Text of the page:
Walsh, a Republican who is seeking a full term on Nov. 7, has defended how often he seeks the death penalty, including in the case against Sutton. Last year he told KDKA News, “I’m very consistent and will seek the highest form of punishment for the most heinous crimes.” Walsh did not respond to multiple requests for comment for this story, but this week his office filed a motion for a gag order to bar lawyers on the Christian case from speaking about it as well as another motion seeking to punish them with sanctions over their attempt to remove him from the case. His motions also cite the inquiries he received from Bolts.
At the same time, Pennsylvania has been moving away from the death penalty over concerns about the cost of capital cases, racial biases, and its overall ineffectiveness in reducing crime. There’s been a moratorium on executions in the state since 2015, meaning that anyone sent to death row won’t be executed until it’s lifted. Earlier this year, Governor Josh Shapiro called on the Pennsylvania legislature to abolish the death penalty.
Marc Bookman, executive director of the Atlantic Center for Capital Representation, an organization that works on death penalty issues, said that Walsh is “abusing his discretion by seeking the death penalty in every case he can,” and his use of the death penalty is straining Washington County’s resources. “Washington County doesn’t have qualified lawyers for these capital cases, and it’s terribly expensive to taxpayers,” he said.
The death penalty has emerged as a key issue in the local DA race this year as Walsh faces Christina DeMarco-Breeden, a prosecutor in nearby Somerset County who is from Washington County. DeMarco-Breeden says the death penalty should be used for the worst crimes and criticized Walsh for overusing the punishment for his own political gain while depleting taxpayer dollars to fund prosecutions. “It is my position that he’s politicizing the death penalty,” she told Bolts.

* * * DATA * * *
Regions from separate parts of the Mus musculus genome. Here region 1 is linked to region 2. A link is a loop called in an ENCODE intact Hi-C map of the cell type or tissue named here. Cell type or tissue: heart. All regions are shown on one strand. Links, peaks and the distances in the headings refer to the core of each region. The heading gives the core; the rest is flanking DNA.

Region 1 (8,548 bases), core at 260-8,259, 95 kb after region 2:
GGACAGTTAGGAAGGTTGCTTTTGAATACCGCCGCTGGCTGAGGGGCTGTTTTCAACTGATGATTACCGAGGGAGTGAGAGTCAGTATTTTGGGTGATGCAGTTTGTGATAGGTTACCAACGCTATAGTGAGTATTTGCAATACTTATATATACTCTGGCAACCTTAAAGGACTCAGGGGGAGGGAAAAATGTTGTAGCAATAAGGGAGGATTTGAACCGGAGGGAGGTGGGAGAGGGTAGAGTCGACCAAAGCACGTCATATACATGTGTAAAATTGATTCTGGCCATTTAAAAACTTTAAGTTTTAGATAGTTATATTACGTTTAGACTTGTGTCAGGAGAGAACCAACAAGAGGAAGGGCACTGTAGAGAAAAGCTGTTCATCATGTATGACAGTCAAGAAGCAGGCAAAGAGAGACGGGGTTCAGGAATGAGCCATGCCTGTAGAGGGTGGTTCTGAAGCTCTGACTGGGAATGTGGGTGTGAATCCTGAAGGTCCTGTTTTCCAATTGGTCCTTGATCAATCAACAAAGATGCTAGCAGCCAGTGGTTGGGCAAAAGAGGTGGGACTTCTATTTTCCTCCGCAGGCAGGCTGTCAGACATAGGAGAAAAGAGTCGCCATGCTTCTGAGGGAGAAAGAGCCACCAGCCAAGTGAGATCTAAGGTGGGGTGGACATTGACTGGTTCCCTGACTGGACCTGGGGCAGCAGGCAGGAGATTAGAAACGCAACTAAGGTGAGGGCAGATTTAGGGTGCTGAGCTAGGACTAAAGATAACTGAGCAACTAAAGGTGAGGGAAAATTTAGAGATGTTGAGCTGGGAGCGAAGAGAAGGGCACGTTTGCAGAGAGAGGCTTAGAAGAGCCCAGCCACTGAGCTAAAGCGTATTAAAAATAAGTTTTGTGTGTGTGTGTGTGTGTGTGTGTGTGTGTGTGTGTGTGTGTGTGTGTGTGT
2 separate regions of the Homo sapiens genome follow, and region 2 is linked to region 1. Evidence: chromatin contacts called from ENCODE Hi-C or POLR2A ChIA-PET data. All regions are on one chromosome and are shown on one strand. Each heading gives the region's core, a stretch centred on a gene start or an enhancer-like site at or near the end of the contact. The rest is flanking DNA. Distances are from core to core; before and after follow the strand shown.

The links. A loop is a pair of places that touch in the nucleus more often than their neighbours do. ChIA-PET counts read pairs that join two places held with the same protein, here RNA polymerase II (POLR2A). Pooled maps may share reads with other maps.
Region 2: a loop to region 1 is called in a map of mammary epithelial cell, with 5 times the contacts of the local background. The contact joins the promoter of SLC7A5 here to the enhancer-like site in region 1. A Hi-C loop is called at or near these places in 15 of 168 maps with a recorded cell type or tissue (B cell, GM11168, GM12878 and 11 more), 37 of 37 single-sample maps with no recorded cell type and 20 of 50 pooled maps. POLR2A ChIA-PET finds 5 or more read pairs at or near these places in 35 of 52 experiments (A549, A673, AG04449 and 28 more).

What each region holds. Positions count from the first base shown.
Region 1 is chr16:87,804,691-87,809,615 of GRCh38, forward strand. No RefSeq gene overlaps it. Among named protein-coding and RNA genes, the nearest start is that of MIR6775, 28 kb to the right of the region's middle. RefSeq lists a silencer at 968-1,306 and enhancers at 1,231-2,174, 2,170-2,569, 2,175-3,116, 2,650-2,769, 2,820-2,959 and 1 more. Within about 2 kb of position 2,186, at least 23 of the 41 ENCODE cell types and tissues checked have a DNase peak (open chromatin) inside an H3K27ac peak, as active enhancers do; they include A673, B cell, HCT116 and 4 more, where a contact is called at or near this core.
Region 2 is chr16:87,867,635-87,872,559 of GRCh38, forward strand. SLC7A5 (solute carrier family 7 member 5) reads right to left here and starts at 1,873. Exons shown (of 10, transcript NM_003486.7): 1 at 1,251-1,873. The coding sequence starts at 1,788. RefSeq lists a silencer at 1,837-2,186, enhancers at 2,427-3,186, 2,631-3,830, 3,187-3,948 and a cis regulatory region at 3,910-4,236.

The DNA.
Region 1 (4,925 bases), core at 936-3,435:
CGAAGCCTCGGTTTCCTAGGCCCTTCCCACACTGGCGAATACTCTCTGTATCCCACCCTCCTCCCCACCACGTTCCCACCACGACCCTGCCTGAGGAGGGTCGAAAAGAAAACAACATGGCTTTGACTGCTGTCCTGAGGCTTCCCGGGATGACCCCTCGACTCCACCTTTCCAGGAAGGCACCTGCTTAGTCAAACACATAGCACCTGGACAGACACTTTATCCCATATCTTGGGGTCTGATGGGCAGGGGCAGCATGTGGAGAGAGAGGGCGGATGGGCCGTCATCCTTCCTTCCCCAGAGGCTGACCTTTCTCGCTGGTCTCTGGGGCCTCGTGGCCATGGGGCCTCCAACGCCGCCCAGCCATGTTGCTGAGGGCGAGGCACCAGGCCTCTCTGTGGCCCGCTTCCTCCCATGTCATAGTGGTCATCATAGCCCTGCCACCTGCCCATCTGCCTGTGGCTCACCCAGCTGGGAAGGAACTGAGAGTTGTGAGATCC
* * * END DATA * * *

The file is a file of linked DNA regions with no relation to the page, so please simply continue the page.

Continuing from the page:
Walsh took over as Washington County’s DA in 2021 after the death of his predecessor, Eugene Vittone. During Vittone’s nine years in office, he sought the death penalty just five times. Prior to Walsh’s role in the DA’s office, Walsh worked in private practice representing clients in criminal cases, DUIs, and white collar crime.
Walsh’s capital cases are primarily focused on infants who died under a variety of circumstances, with seven people facing the death penalty for such charges. In December 2022, he said he would pursue the death penalty against a couple after their baby died from fentanyl ingestion; one of their lawyers said that the poisoning was accidental, which would have disqualified them for the death penalty because the punishment requires the killing to be intentional. Another of Walsh’s death penalty cases involves a couple who were found to have hidden their baby in a wall after he died; they say he died naturally and hid him because they could not afford to bury him. Walsh is also prosecuting a man who said his baby died after he fell on top of him; child welfare investigators said that was likely not the case and that his injuries denoted physical abuse.